“Meeting the renters really humanizes them. There’s this stereotype that students are wild party animals and in the vast majority of cases it’s simply not true. Many of them may be fourth years or masters students who just really want to knuckle down and study.

“That’s why the coffee mornings are so important- they get to meet the person instead of the stereotype."

On a day to day basis, having someone checking in on the retiree can make a massive difference to their quality of life. 

“Even during the recent cold spell the renter were able to pop down to the shop for a few bits instead of the elderly person having to venture out in the snow and ice by themselves."

This year, GA merged with the social enterprise Inhoming and will be officially relaunching in the near future. 

The future is also looking bright for Anna, right now she's busy matching applicants to suitable homes, and has plans in the works to launch GA nationwide, with one eye on overseas expansion. 

Feeling like you might have the next big social enterprise idea? Anna's advice to is utilise any supports you can find. 

“There are so many support and programmes out there. Ireland has relatively small network as well so it’s easy to get to know different people and opportunities.

“Say yes to different opportunities, it’s amazing what doors will open.

"If I hadn't said yes to that first meeting I wouldn't be where I am today.”

See here to find out more about Enactus or Generation Accomodation 

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The Dublin housing crisis has reached a peak, with a report from Daft.ie today showing that rent in the capital has increased to an average of €1700 per month. 

Students are currently pouring into Dublin from all over Ireland, embarking on another year in further education, and simultaneously needing somewhere to rent while doing it. 

A new report released by the Union of Students in Ireland found that 36 per cent of students needed one to three months to find their accommodation, with one in five students starting their search for accommodation in August.

The report also found that some students resort to sleeping in cars or on floors due to lack of affordable housing. 

1 in 5 students also experienced unexpected rent increases during college.

USI is urging students who have accepted their CAO offers to start looking for accommodation immediately, in order to beat the rush to secure bed spaces ahead of college.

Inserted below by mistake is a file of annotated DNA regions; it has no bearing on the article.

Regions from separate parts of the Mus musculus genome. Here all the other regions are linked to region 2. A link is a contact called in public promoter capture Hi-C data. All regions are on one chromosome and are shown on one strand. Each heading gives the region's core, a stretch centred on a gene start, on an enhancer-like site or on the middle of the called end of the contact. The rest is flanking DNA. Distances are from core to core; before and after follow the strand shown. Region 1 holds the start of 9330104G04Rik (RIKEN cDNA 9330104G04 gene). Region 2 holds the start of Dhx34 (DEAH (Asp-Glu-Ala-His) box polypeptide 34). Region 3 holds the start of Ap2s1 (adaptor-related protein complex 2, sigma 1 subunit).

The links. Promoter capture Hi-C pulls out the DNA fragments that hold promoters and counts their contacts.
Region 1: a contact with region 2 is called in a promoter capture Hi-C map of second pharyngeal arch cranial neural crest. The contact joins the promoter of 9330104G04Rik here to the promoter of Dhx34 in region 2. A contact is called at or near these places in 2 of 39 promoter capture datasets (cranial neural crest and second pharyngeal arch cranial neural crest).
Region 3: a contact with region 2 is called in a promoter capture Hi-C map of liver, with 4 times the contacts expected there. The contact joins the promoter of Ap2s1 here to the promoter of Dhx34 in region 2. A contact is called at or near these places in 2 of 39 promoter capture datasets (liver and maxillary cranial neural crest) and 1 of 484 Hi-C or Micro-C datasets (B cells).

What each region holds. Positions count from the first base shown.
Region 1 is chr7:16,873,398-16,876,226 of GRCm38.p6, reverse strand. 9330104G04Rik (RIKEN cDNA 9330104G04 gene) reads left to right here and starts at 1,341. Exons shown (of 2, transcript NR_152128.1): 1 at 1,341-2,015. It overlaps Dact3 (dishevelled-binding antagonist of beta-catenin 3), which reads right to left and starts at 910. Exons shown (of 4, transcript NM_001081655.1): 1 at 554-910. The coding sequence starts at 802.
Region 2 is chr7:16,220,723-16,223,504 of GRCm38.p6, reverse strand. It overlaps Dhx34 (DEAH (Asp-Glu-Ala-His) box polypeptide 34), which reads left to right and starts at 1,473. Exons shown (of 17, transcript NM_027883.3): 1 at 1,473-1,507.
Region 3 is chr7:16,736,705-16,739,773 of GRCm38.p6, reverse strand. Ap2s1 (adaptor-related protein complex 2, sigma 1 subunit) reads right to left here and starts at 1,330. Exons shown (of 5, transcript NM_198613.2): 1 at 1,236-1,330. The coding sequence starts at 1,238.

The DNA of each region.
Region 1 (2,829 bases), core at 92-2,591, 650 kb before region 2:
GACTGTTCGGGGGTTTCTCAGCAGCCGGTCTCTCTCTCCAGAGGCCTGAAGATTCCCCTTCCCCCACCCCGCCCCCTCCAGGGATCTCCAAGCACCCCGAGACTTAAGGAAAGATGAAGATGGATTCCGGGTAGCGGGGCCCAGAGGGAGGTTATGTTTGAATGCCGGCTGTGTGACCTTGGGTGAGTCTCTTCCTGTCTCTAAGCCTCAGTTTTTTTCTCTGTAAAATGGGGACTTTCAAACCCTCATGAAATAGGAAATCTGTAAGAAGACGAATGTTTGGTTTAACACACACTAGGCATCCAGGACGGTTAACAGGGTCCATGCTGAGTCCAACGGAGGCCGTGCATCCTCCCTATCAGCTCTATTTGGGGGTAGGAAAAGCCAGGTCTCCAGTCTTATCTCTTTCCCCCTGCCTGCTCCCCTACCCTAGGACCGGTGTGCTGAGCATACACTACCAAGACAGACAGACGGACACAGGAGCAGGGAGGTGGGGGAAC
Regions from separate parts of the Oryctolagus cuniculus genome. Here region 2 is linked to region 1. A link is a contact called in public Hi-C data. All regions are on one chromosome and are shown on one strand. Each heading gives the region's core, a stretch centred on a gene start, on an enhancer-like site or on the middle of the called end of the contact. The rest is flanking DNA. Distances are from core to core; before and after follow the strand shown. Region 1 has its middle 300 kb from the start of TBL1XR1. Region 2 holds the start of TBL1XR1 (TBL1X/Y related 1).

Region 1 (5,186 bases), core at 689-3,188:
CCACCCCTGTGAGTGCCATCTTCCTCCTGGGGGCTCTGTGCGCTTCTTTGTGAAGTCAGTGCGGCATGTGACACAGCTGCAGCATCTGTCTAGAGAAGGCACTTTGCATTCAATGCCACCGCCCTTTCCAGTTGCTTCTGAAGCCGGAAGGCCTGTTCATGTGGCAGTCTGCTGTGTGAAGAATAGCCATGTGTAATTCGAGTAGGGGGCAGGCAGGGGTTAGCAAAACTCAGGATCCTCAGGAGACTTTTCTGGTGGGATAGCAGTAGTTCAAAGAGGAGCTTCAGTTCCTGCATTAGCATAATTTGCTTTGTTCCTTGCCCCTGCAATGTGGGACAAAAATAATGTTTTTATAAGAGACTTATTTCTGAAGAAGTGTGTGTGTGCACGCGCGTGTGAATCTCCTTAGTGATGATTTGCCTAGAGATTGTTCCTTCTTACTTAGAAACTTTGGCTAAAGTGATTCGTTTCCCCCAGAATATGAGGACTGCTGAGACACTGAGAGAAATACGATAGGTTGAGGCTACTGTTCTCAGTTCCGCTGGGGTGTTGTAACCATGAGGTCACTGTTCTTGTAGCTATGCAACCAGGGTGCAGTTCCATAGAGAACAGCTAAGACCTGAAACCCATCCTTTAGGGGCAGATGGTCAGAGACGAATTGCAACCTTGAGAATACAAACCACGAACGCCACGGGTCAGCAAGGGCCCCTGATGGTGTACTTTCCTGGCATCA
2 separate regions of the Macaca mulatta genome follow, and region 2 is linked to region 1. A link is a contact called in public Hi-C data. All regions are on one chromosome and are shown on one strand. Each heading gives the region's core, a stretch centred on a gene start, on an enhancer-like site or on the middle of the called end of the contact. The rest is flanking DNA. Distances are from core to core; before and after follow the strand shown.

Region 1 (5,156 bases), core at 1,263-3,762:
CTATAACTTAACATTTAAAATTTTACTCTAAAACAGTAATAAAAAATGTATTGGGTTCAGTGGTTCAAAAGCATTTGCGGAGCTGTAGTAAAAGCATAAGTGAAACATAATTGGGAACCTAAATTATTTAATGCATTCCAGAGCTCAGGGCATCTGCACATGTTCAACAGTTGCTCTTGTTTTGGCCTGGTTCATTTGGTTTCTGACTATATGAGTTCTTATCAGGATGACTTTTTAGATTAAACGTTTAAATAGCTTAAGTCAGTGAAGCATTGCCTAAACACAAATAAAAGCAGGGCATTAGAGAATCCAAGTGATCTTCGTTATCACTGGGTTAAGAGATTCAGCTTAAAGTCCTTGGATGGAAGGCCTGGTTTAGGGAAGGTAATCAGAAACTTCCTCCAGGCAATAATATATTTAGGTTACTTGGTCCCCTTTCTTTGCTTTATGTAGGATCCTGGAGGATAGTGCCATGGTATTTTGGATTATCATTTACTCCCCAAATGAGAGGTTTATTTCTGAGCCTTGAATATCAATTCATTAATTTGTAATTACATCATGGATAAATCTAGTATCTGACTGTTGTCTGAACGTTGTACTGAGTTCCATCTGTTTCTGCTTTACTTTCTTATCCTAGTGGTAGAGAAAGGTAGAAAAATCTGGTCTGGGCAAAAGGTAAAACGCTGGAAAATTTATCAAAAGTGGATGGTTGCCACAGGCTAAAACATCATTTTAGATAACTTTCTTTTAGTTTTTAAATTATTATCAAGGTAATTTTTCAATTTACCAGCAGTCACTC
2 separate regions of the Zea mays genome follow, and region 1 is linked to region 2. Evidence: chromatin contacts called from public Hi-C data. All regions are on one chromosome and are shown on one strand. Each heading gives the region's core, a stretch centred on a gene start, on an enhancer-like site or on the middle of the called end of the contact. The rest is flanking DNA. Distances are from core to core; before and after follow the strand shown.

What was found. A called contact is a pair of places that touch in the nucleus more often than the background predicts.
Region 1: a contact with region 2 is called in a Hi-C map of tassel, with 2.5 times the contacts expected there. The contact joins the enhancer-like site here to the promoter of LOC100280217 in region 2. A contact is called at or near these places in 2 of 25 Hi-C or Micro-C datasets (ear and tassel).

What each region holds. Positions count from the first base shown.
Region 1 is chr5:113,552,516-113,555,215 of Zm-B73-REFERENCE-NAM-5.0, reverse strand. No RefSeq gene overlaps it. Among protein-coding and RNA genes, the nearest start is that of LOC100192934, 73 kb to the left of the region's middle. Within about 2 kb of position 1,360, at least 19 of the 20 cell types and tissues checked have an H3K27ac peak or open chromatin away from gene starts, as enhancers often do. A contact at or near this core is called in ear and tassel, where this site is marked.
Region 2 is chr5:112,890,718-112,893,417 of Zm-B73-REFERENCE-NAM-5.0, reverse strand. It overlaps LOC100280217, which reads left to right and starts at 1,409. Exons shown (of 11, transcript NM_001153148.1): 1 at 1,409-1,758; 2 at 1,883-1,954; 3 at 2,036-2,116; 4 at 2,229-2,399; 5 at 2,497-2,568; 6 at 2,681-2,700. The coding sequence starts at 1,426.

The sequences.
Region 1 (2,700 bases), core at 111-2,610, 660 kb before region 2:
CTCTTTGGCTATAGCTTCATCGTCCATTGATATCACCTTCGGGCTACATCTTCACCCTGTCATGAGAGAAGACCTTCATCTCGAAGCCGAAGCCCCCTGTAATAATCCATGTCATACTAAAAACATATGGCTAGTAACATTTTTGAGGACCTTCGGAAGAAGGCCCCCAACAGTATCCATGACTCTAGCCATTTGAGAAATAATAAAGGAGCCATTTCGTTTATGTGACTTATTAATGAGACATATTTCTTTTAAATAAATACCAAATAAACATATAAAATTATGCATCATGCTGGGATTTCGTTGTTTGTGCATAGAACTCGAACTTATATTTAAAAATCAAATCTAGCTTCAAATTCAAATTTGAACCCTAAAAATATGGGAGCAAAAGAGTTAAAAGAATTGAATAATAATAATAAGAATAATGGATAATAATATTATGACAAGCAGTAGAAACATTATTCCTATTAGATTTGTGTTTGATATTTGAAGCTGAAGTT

58 per cent of students declared the monthly cost of accommodation as being €251-500. Half of those asked have an income not exceeding €500 a month. 

The Union say the cost of accommodation is proving difficult for students, and the cost of rent is leaving no money for food, travel or books.

'The issue of housing permeates across all groups of our society. In recent years, the shortage in student accommodation has forced students, families and professionals to race for accommodation, and compete for somewhere to live,' said USI President Michael Kerrigan.

'In many instances, this competition has pushed students to take accommodation that exists outside of their price range, or to drop out of college.'

'More than 25,000 students have already accepted their college places yesterday from the CAO.'

'There is still a shortage of accommodation, and students are being crammed into small spaces, with harsh living conditions and horror stories of the state of living.'

Wednesday Montague, an IADT student, travels up to eight hours a day to attend college due to the lack of housing. 

'I'm from Offaly and I travel 4 hours to college and 4 hours back every day, all because of unaffordable accommodation.'

'The excessive travel and stress from missing college because of travel had put me in the hospital. The shortage exists, but cost is a factor too.'

A number of students said that they sleep in friends' houses on couches or floors.

Others said they sleep in their cars, and two students said they sleep on the streets.